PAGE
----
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The Art of Begging

We all must have come across beggars in our day-to-day lives. Beggars in front of temples, on roads, at the corners of street food stalls, market areas, at the signals, basically everywhere. When I was young, I used to be emotional looking at the tormented conditions of beggars. Unwashed hair and clothes, disabled limbs and some even worst with empty milk bottles and babies hanging by them. But then gradually with time, I came to know how fake, unreal, irresponsible they may be. Masquerading as needy, sick and physically impaired, these people play with our emotions. In reciprocation, sometimes people also receive curse.

However, in reality, beggars turn out to be far more rich beyond our expectations and spend their entire lives very luxuriously. In India, almost half a million people beg everyday for their livelihood. It has become a family tradition for some, while some consider it as a side income. But it becomes the worst when people commit crimes in the parlance of begging. Nowadays, people have started begging through Internet in the form of donations.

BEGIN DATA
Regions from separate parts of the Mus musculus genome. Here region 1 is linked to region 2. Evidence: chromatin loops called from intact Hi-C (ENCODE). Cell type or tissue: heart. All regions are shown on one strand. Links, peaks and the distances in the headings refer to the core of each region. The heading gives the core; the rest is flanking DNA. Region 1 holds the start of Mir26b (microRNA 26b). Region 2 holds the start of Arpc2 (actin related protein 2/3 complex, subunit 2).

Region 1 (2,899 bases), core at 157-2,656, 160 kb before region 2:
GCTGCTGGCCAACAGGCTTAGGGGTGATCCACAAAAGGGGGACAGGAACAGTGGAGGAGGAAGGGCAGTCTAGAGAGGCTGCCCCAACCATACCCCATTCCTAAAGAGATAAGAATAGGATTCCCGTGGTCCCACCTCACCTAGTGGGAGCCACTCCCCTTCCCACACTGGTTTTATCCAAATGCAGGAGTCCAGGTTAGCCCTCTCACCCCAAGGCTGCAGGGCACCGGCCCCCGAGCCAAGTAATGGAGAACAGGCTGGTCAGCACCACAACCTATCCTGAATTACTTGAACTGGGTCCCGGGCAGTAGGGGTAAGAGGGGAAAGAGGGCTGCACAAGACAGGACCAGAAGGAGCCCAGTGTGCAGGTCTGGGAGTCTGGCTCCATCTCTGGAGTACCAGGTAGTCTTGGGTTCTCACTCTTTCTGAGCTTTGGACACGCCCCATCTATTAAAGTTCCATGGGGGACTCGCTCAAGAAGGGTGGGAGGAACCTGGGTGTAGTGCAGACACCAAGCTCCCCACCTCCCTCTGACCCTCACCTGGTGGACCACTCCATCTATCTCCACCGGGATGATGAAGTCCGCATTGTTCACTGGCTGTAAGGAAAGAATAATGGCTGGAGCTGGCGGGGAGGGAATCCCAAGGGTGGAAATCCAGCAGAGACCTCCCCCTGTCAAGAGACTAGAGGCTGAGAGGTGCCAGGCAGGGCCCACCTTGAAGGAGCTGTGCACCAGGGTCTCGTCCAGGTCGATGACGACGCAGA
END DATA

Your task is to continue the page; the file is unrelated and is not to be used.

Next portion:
The concept of beggars or bhikshuk has a long history in ancient India. To reach salvation, Buddhists monks had to undergo the phase of begging where they were required to beg minimum alms necessary for livelihood but present day, it seems people have moulded and customized them to fulfill their innate needs.

Begging has been banned in many parts of our country but to abolish it totally requires our full fledged responsibility as well. Avoid giving big amounts to beggars and try to donate to elderly or  physically impaired only. Together we can make it happen!


By: Subrata Dey


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